I have an application that can not afford to lose data, so Postgresql is my choice for database (ACID)

However, speed and query advantages of MongoDB are very attractive, but based on what I've read so far, MongoDB can report a successful write which may not have gone to disk, so I can't make it my mission critical db (I'll also need transactions)

I've seen references to people using mysql and MongoDB together, one for the transactions and the other for queries. Please not that I'm not talking about keeping some data in one DB and the rest in another. I want to use Postgresql as a gateway to data entry, and MongoDB for reads.

Are there any resources that offer an architecture/guide for Postgresql + MongoDB usage in this way? I can remember seeing this topic in Postgresql conference agenda, but I could not find the link.

  • Why not use a dedicated caching mechanism like memcache? – Nev Stokes Oct 12 '11 at 9:38
  • Mainly because of the query support of MongoDB. – mahonya Oct 12 '11 at 10:02

One way to achieve this would be to set up a master-slave replication with the PostgreSQL database as master, and the MongoDB database as slave. You would then do all reads from MongoDB, and all writes to PostgreSQL.

This post discusses such a setup using a tool called Bucardo: http://blog.endpoint.com/2011/06/mongodb-replication-from-postgres-using.html

You may also be able to do it with Tungsten Replicator, although it seems designed to be used with MySQL: http://code.google.com/p/tungsten-replicator/wiki/TRCHeterogeneousReplication

  • Thanks, although there seems to be a common consensus about this is not being a good idea, your reply is about what I'm asking. All other feedback is absolutely useful, and I may give up on this, but I'd like to have a better understanding of the setup before giving up. – mahonya Nov 5 '11 at 10:13

I don't think you'll get much speed using MongoDB just as a cache. It's strengths are replication and horizontal scalability. On one computer you'd make Mongo and Postgres compete for memory, IO bandwidth and processor time.

As you can not afford to loose transactions you'll be better with Postgres only. Its has efficient caching, sophisticated query planner, prepared queries and wide indexing support cause that read-only queries will be very fast - really comparable to MongoDB on a single computer.

Postgres can even scale horizontally now using asynchronous, or, from version 9.1, synchronous replication.


I can remember seeing this topic in Postgresql conference agenda, but I could not find the link.

Maybe, you are talking about this: https://www.postgresqlconference.org/content/hybrid-applications-using-mongodb-and-postgres

  • Yes, that is indeed what I'm talking about. The problem is I can't seem to find resources which discuss these headings! – mahonya Oct 27 '11 at 10:07
  • It seems that they're not published anywhere =/ – Pavel Shvedov Oct 28 '11 at 8:43
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    The postgres mailing list (pgsql-general@postgresql.org) is very active, I'm sure someone there would know.. – Mike Christensen Nov 1 '11 at 19:08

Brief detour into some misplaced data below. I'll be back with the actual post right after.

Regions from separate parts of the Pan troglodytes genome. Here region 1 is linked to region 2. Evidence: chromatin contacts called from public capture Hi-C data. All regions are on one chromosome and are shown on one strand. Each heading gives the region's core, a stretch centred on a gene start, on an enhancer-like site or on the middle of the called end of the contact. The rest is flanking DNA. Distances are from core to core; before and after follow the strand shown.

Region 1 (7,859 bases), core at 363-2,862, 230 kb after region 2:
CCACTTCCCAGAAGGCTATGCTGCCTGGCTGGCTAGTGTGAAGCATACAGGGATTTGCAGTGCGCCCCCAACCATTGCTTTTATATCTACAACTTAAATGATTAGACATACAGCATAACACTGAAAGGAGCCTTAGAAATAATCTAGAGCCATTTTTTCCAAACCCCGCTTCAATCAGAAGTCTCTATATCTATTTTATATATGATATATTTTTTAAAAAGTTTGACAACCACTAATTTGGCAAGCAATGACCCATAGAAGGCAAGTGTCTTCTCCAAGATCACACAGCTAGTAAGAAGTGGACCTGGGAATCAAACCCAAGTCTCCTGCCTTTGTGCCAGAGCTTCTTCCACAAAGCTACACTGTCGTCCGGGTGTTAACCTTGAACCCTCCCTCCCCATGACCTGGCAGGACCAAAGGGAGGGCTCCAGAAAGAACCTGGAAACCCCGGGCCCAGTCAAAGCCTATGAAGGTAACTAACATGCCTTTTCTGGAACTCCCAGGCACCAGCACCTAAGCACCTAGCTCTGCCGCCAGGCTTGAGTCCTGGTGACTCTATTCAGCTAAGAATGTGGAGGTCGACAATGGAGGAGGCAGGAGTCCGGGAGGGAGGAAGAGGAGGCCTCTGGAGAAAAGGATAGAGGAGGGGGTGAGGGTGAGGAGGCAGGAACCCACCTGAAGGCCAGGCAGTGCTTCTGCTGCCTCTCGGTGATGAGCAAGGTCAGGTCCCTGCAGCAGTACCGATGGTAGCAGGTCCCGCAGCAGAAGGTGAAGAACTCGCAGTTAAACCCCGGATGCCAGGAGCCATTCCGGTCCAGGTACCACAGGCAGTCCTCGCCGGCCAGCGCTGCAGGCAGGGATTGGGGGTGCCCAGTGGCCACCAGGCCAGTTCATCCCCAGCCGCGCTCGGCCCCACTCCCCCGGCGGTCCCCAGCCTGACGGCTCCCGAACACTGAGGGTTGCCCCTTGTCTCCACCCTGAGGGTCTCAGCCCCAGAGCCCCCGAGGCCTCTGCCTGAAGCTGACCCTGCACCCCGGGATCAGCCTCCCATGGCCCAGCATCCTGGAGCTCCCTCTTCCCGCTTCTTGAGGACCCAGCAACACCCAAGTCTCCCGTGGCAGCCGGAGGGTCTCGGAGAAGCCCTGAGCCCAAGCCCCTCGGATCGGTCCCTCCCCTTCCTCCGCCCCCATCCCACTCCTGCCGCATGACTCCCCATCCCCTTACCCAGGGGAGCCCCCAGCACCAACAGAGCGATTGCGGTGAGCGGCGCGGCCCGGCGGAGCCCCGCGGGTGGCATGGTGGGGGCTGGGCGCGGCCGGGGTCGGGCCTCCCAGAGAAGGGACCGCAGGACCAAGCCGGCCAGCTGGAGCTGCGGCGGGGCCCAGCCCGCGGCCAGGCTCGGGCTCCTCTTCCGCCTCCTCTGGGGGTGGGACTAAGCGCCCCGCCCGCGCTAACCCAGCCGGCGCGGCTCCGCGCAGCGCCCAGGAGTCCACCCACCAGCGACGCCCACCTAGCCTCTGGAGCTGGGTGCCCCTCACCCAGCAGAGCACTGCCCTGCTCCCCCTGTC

Depending how important transactions are to you, one option is to use MongoDb driver's safe mode and drop Postgresql.


  • I'm not looking for a way to ensure MongoDB works in a safe mode. That would be a different question. The transactions are very important. – mahonya Nov 2 '11 at 10:34

How can you expect transactional consistency from Postgres but trust MongoDB for reads? How would you support rollbacks in this scenario? How do you detect when they've gotten out of sync?

I think you're better off going with memcache and implementing a higher level object cache. Alternatively, you could consider a replication slave for reads. If you have performance needs beyond what a dedicated read slave can provide, consider denormalizing your tables on your slave system.

Make sure that any of this is actually needed. For thin tables with PK lookups most modern database engines like Postgres or InnoDB are going to generally keep up with NoSQL solutions. Don't fall into the ROFLSCALE trap http://www.youtube.com/watch?v=b2F-DItXtZs


I think you can run a mongo replica set.. Let say 3 Slave and 1 Master.. Then in your app you should run all write transactions on Postgresql and then on Mongo ReplicaSet.. After that you can query read operations on Mongo Replica set.. But Synchronizing will be a problem, you should work on it..


you may find some replacement for mongo in here or here that is safer and fast as well.

but I advise to simplify your solution instead of making a complicated design.

Visual Guide to NoSQL Systems



In mongodb we can specify writeConcern property to specify that it should write to journal/ instances and then send confirmation/ acknowledgement and i think even mongodb has teh concept of transactions. Not sure why we need postgres behind it.

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